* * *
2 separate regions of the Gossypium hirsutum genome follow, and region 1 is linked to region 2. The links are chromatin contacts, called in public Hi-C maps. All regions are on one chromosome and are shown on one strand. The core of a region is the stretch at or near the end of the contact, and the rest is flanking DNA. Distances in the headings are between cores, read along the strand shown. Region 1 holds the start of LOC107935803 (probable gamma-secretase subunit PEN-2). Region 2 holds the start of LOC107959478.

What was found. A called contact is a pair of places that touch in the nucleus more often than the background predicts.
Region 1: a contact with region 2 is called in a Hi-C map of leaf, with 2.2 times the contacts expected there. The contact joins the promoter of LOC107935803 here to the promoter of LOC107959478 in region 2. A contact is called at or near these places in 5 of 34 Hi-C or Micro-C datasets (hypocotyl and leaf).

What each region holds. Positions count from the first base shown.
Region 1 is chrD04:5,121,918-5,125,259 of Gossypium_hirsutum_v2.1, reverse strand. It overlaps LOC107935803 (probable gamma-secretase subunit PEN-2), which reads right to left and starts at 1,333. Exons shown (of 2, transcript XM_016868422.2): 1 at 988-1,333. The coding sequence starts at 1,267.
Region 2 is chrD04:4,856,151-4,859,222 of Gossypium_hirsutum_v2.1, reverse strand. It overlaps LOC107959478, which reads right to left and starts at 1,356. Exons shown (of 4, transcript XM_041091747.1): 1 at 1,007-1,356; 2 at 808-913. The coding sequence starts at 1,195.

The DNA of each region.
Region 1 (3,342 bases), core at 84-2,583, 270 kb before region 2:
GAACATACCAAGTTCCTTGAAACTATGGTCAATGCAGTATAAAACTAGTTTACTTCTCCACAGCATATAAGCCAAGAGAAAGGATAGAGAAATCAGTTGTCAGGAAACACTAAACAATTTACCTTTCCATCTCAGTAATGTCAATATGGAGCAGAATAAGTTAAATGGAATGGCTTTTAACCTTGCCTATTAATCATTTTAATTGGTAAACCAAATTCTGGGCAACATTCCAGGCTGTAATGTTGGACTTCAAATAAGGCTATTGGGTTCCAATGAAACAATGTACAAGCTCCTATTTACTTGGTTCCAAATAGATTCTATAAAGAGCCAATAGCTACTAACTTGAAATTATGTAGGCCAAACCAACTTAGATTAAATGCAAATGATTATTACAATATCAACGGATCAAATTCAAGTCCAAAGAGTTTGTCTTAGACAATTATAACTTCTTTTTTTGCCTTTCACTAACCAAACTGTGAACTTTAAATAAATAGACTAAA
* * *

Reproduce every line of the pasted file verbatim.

2 separate regions of the Gossypium hirsutum genome follow, and region 1 is linked to region 2. The links are chromatin contacts, called in public Hi-C maps. All regions are on one chromosome and are shown on one strand. The core of a region is the stretch at or near the end of the contact, and the rest is flanking DNA. Distances in the headings are between cores, read along the strand shown. Region 1 holds the start of LOC107935803 (probable gamma-secretase subunit PEN-2). Region 2 holds the start of LOC107959478.

What was found. A called contact is a pair of places that touch in the nucleus more often than the background predicts.
Region 1: a contact with region 2 is called in a Hi-C map of leaf, with 2.2 times the contacts expected there. The contact joins the promoter of LOC107935803 here to the promoter of LOC107959478 in region 2. A contact is called at or near these places in 5 of 34 Hi-C or Micro-C datasets (hypocotyl and leaf).

What each region holds. Positions count from the first base shown.
Region 1 is chrD04:5,121,918-5,125,259 of Gossypium_hirsutum_v2.1, reverse strand. It overlaps LOC107935803 (probable gamma-secretase subunit PEN-2), which reads right to left and starts at 1,333. Exons shown (of 2, transcript XM_016868422.2): 1 at 988-1,333. The coding sequence starts at 1,267.
Region 2 is chrD04:4,856,151-4,859,222 of Gossypium_hirsutum_v2.1, reverse strand. It overlaps LOC107959478, which reads right to left and starts at 1,356. Exons shown (of 4, transcript XM_041091747.1): 1 at 1,007-1,356; 2 at 808-913. The coding sequence starts at 1,195.

The DNA of each region.
Region 1 (3,342 bases), core at 84-2,583, 270 kb before region 2:
GAACATACCAAGTTCCTTGAAACTATGGTCAATGCAGTATAAAACTAGTTTACTTCTCCACAGCATATAAGCCAAGAGAAAGGATAGAGAAATCAGTTGTCAGGAAACACTAAACAATTTACCTTTCCATCTCAGTAATGTCAATATGGAGCAGAATAAGTTAAATGGAATGGCTTTTAACCTTGCCTATTAATCATTTTAATTGGTAAACCAAATTCTGGGCAACATTCCAGGCTGTAATGTTGGACTTCAAATAAGGCTATTGGGTTCCAATGAAACAATGTACAAGCTCCTATTTACTTGGTTCCAAATAGATTCTATAAAGAGCCAATAGCTACTAACTTGAAATTATGTAGGCCAAACCAACTTAGATTAAATGCAAATGATTATTACAATATCAACGGATCAAATTCAAGTCCAAAGAGTTTGTCTTAGACAATTATAACTTCTTTTTTTGCCTTTCACTAACCAAACTGTGAACTTTAAATAAATAGACTAAA